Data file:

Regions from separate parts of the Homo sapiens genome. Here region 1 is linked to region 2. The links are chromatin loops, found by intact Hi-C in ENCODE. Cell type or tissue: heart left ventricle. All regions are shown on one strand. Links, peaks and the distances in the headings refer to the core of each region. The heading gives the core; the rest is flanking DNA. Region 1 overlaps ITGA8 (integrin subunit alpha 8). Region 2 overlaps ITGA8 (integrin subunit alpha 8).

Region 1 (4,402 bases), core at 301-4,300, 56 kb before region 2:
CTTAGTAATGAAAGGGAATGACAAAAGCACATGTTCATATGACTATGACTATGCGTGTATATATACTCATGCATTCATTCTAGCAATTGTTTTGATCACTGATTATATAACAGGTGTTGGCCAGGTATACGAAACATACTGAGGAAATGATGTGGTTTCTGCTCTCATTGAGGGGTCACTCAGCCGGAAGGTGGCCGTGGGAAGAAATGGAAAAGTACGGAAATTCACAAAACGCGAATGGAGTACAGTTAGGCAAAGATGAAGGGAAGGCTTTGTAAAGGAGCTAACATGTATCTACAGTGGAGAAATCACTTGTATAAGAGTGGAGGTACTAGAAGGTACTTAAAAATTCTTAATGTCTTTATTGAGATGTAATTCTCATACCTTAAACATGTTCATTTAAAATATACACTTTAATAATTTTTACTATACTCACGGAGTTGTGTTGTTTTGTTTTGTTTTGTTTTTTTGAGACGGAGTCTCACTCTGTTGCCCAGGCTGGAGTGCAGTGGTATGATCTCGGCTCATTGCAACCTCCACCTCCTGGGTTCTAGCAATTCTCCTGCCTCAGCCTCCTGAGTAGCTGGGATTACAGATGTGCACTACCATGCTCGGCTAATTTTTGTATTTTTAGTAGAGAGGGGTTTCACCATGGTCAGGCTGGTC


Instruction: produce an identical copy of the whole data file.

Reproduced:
Regions from separate parts of the Homo sapiens genome. Here region 1 is linked to region 2. The links are chromatin loops, found by intact Hi-C in ENCODE. Cell type or tissue: heart left ventricle. All regions are shown on one strand. Links, peaks and the distances in the headings refer to the core of each region. The heading gives the core; the rest is flanking DNA. Region 1 overlaps ITGA8 (integrin subunit alpha 8). Region 2 overlaps ITGA8 (integrin subunit alpha 8).

Region 1 (4,402 bases), core at 301-4,300, 56 kb before region 2:
CTTAGTAATGAAAGGGAATGACAAAAGCACATGTTCATATGACTATGACTATGCGTGTATATATACTCATGCATTCATTCTAGCAATTGTTTTGATCACTGATTATATAACAGGTGTTGGCCAGGTATACGAAACATACTGAGGAAATGATGTGGTTTCTGCTCTCATTGAGGGGTCACTCAGCCGGAAGGTGGCCGTGGGAAGAAATGGAAAAGTACGGAAATTCACAAAACGCGAATGGAGTACAGTTAGGCAAAGATGAAGGGAAGGCTTTGTAAAGGAGCTAACATGTATCTACAGTGGAGAAATCACTTGTATAAGAGTGGAGGTACTAGAAGGTACTTAAAAATTCTTAATGTCTTTATTGAGATGTAATTCTCATACCTTAAACATGTTCATTTAAAATATACACTTTAATAATTTTTACTATACTCACGGAGTTGTGTTGTTTTGTTTTGTTTTGTTTTTTTGAGACGGAGTCTCACTCTGTTGCCCAGGCTGGAGTGCAGTGGTATGATCTCGGCTCATTGCAACCTCCACCTCCTGGGTTCTAGCAATTCTCCTGCCTCAGCCTCCTGAGTAGCTGGGATTACAGATGTGCACTACCATGCTCGGCTAATTTTTGTATTTTTAGTAGAGAGGGGTTTCACCATGGTCAGGCTGGTC